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Brazil Joins The Global Climate Accord To Increase Renewable Energy Usage By Three Folds

Brazil Joins The Global Climate Accord To Increase Renewable Energy Usage By Three Folds
Brazil has joined a potential agreement supported by the United Arab Emirates, the United States, and the European Union to treble the amount of renewable energy produced globally by 2030 and move away from coal use, the country's Foreign Ministry announced on Friday.
The largest nation in South America is currently among the about 100 nations that have ratified the agreement, as per a European official with knowledge of the situation.
The goal is for the agreement to be formally ratified by world leaders present at the United Nations' COP28 climate meetings, which get underway in Dubai next week, according to sources who spoke with Reuters earlier this month.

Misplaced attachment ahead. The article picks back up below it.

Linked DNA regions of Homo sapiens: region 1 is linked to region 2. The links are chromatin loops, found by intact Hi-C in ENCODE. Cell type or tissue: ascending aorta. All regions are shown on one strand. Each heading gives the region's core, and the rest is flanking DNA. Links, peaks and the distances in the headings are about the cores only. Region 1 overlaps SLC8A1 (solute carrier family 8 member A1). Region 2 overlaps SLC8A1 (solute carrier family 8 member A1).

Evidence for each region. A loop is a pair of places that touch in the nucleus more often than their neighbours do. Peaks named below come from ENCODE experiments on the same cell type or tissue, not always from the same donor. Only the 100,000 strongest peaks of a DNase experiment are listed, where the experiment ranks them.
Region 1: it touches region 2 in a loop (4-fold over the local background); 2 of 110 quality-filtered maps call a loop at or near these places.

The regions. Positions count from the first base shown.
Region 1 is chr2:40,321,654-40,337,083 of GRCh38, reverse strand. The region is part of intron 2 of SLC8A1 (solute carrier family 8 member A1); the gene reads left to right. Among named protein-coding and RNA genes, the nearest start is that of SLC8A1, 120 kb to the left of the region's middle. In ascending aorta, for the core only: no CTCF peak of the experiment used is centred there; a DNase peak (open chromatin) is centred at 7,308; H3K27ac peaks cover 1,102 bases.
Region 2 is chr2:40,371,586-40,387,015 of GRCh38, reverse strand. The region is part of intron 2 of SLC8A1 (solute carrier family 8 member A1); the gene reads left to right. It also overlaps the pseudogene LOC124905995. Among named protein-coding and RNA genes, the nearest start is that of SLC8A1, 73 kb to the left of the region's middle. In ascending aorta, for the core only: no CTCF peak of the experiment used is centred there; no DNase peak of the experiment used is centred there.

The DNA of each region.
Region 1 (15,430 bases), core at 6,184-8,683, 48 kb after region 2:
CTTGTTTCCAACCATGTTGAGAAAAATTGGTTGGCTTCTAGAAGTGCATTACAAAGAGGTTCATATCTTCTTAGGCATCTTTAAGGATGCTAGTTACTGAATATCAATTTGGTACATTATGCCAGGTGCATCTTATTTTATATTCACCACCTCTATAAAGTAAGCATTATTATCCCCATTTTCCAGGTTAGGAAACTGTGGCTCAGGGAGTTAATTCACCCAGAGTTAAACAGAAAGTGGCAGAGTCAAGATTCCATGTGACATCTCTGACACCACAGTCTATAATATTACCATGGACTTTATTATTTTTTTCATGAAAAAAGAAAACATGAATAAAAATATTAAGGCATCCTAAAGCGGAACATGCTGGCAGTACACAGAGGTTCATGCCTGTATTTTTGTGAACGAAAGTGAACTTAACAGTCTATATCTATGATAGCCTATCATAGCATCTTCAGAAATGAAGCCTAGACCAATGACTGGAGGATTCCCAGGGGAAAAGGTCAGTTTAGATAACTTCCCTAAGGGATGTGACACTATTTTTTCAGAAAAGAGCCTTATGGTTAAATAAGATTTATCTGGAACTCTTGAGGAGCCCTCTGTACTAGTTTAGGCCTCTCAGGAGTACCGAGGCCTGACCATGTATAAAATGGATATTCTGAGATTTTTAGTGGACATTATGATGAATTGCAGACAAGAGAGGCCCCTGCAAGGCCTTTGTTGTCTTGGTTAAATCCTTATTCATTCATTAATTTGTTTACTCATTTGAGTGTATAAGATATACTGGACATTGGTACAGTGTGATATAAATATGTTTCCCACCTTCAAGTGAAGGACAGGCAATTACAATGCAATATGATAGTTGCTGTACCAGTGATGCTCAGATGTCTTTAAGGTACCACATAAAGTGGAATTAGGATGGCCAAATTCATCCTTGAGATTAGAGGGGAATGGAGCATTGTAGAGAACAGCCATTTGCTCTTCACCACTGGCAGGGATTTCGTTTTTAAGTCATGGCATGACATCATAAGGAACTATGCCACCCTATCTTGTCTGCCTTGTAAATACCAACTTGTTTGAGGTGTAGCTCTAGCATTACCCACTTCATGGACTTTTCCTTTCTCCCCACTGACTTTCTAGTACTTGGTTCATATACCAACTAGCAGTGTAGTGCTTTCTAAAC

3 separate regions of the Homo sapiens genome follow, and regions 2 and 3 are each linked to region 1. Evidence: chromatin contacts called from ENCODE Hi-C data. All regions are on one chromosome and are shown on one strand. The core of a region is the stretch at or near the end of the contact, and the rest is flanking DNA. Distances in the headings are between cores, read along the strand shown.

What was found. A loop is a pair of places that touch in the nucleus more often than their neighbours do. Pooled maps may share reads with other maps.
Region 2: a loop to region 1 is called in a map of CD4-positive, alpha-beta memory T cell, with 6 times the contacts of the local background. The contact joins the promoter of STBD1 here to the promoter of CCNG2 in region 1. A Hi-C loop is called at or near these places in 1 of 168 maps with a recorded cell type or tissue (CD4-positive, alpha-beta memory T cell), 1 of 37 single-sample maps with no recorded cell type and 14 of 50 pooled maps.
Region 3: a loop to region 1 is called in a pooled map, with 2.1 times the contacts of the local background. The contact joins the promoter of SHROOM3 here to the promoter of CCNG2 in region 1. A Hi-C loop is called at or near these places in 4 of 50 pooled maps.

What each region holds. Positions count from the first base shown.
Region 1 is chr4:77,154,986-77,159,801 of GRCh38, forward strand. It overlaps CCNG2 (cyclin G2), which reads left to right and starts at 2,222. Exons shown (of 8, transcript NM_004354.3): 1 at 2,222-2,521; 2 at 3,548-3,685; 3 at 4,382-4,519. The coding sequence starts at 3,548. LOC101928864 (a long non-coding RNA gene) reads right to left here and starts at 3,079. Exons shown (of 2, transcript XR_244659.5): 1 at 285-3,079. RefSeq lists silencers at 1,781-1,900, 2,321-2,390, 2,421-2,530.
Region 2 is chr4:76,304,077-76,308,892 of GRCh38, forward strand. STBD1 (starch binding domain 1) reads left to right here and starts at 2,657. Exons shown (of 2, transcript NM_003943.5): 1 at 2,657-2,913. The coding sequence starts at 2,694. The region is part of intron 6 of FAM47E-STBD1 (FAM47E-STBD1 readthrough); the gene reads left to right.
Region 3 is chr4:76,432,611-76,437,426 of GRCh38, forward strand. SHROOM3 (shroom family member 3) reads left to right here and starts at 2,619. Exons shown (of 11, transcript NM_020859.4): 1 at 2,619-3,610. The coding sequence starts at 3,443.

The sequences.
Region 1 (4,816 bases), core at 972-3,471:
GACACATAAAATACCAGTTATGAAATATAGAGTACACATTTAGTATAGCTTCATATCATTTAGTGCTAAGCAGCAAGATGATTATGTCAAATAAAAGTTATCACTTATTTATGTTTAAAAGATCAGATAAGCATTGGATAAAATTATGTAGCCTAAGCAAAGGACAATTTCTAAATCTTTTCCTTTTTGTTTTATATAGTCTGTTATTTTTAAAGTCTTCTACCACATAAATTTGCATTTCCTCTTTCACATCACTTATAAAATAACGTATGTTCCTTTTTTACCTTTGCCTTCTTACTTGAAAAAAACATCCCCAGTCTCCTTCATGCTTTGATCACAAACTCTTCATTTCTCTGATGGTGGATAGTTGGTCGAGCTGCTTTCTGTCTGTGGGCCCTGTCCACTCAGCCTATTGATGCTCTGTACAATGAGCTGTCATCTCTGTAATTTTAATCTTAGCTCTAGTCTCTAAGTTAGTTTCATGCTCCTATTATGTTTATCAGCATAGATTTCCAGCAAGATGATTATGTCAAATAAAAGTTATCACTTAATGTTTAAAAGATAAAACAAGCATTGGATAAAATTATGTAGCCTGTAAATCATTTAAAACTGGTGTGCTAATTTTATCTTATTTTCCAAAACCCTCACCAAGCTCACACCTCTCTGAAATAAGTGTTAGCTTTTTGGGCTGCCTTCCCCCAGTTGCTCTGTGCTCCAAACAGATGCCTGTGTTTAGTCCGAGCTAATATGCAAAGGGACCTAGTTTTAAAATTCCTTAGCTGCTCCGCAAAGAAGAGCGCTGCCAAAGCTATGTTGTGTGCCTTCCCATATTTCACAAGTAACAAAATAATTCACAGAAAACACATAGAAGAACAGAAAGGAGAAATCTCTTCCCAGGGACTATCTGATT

In a letter to the Foreign Ministry of the United Arab Emirates, Brazil's embassy in Abu Dhabi announced that it will be participating in the "Global Renewables and Energy Efficiency Targets Pledge."
Brazil's decision to join the agreement was confirmed by a spokesman for the foreign ministry.
A significant participant in renewable energy already exists in Brazil. Hydropower accounts for the majority of the nation's electrical supply (more than 80%), with solar and wind energy also growing quickly.
According to a spokeswoman for the Foreign Ministry, Brazil supports tripling renewable energy sources worldwide, but it is not feasible mathematically at home.
"Brazil won't be able to triple its own renewable energy because it's already very high, but Brazil is once again reinforcing its support for renewables," he said.
According to reports that examined the draft vow on renewable energy, which calls for "the phase down of unabated coal power," which includes cutting off funding for brand-new coal-fired power plants.
Official statistics show that barely over 1% of Brazil's electricity comes from coal.
A commitment to boost the global yearly rate of energy efficiency improvement to 4% annually until 2030 is also included.

Christopher J. Mitchell

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